The New York Times war on Bill O’Reilly continues even after Fox News pulled his show. This was a rich angle in the op-ed section on Tuesday: “The Mistake Christians Made in Defending Bill O’Reilly.” In the paper, the headline was “Christians Who Shield O’Reilly.”
The pull quote was “Evangelical leaders tend to resist taking sexual assault claims seriously.” Christianity Today editor-at-large Katelyn Beaty lectured:
Institutions plagued by sexual assault scandals tend to look alike: They are usually insular organizations that resist external checks and revolve around authoritative men.
This characterization fits Fox News, which recently fired its host Bill O’Reilly after sexual harassment allegations against him (and pressure from advertisers) mounted.
But it is also applies to the white evangelical Christian community. This group is not a monolith, but its social hierarchy often functions like the military, a university or private business. It’s not a coincidence that conservative evangelical leaders tend to resist taking harassment and assault claims seriously....
Within the ranks of conservative church leadership, this default empathy for powerful men is coupled with tone deafness for victims.
Beaty began by citing Christian radio host Eric Metaxas tweeting after O'Reilly was dismissed: “The news about Bill O'Reilly is tremendously sad. His fairness, boldness & radical commonsense on the show have been a blessing to millions.” This wasn't "shielding" O'Reilly, a tweet after he was pushed out. She then blurred that into evangelical support for Donald Trump, adding the sexual harassment claims lodged against him.
O'Reilly and Fox News weren't an evangelical religion channel. The Manhattan-based network isn't airing an hour-long Bible study. But conservative Christians have noticed they get more "fairness" and more "radical commonsense" (start by thinking about gender fluidity) than other channels, the ones that call themselves the "mainstream."
Certainly, the average Fox fan is looking for Beaty to notice at any time, in any paragraph, that the “default empathy for powerful men” also defined the Democratic Party under Clinton, and all the liberal media outlets that “shielded” him from very similar “sexual assault claims.” The permanent Clinton campaign was absolutely an "insular organization" that resisted "external checks."
Instead, Beaty championed “Jesus feminists” for Hillary before the 2016 election in The Washington Post. Nowhere in that article did Beaty have the outbreak of conscience to wonder how the Clintons and their culture of “shielding” against sexual accusers are a violation of their feminist creed. Instead, she was a publicist of sorts for Evangelicals for Hillary:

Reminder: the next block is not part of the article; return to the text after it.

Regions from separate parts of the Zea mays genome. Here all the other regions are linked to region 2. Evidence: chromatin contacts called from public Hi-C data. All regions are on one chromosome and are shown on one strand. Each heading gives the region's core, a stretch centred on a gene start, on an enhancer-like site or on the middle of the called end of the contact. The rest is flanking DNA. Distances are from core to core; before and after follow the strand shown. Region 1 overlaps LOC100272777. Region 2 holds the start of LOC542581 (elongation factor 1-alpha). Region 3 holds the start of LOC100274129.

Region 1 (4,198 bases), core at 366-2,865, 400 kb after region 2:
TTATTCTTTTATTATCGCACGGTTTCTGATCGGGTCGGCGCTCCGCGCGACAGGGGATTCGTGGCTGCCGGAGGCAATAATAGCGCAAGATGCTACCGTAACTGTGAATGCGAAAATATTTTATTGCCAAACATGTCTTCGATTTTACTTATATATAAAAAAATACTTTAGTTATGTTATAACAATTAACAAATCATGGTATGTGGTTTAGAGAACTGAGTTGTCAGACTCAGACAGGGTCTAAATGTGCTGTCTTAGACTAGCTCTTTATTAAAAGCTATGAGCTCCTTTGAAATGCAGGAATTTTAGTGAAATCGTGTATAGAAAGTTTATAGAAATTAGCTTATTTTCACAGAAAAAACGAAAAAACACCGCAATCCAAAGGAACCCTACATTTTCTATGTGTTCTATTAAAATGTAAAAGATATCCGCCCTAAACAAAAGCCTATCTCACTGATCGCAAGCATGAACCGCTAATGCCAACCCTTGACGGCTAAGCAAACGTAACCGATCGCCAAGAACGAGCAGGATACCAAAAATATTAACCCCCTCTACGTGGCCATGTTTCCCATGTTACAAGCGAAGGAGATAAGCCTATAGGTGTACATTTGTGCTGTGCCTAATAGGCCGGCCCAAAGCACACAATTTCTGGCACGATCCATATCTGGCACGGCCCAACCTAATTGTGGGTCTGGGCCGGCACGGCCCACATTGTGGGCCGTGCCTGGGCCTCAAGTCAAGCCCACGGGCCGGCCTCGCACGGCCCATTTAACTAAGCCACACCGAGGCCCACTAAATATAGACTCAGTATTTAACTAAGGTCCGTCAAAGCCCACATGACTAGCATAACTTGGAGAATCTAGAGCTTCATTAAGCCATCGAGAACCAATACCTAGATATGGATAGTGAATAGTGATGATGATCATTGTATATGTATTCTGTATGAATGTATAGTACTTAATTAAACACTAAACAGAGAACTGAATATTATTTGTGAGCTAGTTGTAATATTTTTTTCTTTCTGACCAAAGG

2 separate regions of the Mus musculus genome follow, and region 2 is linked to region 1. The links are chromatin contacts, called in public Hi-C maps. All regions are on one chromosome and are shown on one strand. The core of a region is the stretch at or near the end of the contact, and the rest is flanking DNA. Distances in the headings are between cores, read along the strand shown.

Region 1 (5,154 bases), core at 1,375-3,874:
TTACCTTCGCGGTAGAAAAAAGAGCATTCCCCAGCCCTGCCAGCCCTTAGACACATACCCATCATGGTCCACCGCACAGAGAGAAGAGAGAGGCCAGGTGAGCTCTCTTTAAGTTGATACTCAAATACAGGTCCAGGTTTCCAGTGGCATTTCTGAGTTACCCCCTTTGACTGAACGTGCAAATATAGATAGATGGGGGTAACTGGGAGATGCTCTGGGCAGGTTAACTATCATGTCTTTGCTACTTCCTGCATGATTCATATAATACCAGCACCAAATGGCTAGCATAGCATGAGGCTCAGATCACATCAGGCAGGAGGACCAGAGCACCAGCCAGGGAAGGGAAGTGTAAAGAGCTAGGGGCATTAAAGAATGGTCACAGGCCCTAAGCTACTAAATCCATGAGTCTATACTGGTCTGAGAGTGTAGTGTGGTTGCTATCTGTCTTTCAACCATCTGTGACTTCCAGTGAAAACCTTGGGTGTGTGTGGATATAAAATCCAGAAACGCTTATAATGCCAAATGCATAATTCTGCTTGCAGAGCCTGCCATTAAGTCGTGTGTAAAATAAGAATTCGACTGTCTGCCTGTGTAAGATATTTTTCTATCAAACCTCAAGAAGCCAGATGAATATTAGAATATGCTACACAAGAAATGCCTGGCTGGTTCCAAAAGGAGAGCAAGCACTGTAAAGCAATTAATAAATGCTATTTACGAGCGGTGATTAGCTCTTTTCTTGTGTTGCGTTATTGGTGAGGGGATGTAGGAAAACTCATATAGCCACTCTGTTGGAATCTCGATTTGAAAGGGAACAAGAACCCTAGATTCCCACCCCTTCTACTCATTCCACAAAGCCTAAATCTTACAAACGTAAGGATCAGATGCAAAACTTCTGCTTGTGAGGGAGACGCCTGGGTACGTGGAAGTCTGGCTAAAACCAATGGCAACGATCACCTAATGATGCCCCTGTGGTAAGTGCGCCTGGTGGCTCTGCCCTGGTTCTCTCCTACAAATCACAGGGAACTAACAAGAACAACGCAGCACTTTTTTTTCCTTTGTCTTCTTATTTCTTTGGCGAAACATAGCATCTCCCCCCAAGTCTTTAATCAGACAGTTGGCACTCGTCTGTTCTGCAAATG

Their mothers and grandmothers largely shied even from the word “feminist” — seeing it as wrongly challenging traditional gender roles as well as associated with abortion-rights support.
But today more young evangelical conservative women claim it. They have coined the term “Jesus Feminists” – there’s even a book with the moniker – and created new organizations including 4word and Propel Women encourage women’s leadership and influence in the workplace. As Clinton is nominated, young evangelical women are perhaps more primed than ever to celebrate a woman in the White House...
[Deborah] Fikes was one of the few evangelical leaders to publicly support Clinton after Trump met with more than 900 prominent Christian conservatives in June. “The contrast between Mr. Trump and Hillary on issues such as religious freedom, human rights, immigration, torture, poverty, education, equality, and racism can’t be ignored or rationalized,” said Fikes via e-mail. “My values as a follower of Christ fit much better with Hillary.”
Hillary thumped Trump on "religious freedom"? Like the conscience rights of religious organizations or religious medical personnel under Obamacare? Please.
Beaty even promoted how some evangelicals now imply modern feminism is inspired by God:
But some are starting to say they are supporting Clinton precisely because of their faith. Among them is Karisa Johns Smith, who comes from a Pentecostal family.
“Gender equality is rooted in my religious beliefs,” says Smith, a doctoral candidate in psychology at Wheaton College, a prominent evangelical school in Illinois. “God created man and woman in his image, and gender inequality emerged post-Fall. So the movements of gender equality are works of God.”
Only liberal "legacy media" and feminist Christians can claim the energy to attempt to mentally reconcile Bible-thumping with Planned Parenthood, the LGBT lobby and the Clintons.